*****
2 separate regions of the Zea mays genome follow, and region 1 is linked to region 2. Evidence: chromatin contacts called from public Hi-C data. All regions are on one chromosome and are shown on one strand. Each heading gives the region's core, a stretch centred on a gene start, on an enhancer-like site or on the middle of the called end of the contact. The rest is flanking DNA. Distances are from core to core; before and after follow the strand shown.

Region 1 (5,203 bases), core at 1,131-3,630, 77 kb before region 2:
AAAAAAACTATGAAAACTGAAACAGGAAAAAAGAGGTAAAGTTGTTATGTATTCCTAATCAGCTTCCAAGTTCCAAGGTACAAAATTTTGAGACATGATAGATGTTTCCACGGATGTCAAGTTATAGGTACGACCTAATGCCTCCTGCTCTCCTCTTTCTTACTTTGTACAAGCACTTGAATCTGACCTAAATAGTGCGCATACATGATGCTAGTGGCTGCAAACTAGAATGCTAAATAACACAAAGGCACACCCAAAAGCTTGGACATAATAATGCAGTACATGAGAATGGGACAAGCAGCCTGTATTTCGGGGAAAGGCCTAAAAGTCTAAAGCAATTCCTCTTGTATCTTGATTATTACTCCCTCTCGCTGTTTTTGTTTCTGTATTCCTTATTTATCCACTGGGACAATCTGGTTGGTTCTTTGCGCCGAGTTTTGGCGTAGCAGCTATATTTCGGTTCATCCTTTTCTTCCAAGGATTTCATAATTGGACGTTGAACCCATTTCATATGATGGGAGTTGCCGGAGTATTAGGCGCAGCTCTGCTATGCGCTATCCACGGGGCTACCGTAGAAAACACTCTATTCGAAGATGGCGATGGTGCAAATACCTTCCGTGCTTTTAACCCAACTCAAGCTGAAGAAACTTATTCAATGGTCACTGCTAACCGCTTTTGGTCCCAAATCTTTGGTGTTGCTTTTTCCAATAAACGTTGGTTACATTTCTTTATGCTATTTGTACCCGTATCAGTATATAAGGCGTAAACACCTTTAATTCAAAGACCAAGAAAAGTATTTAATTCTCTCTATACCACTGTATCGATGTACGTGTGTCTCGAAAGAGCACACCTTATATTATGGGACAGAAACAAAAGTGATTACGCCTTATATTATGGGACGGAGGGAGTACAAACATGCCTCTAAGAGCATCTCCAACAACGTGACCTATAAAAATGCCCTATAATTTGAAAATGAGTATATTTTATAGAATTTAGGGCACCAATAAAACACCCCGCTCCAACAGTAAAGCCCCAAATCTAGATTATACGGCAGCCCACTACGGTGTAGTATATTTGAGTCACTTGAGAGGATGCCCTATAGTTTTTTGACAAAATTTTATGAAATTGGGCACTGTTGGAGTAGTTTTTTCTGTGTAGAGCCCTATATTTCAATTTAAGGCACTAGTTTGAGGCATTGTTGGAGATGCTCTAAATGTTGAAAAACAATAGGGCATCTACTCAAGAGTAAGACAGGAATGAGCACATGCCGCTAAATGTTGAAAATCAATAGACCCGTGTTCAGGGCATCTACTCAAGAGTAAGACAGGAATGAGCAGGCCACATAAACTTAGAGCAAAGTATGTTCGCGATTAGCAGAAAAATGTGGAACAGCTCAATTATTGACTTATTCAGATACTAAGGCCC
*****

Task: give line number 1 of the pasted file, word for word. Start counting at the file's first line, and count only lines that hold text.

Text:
2 separate regions of the Zea mays genome follow, and region 1 is linked to region 2. Evidence: chromatin contacts called from public Hi-C data. All regions are on one chromosome and are shown on one strand. Each heading gives the region's core, a stretch centred on a gene start, on an enhancer-like site or on the middle of the called end of the contact. The rest is flanking DNA. Distances are from core to core; before and after follow the strand shown.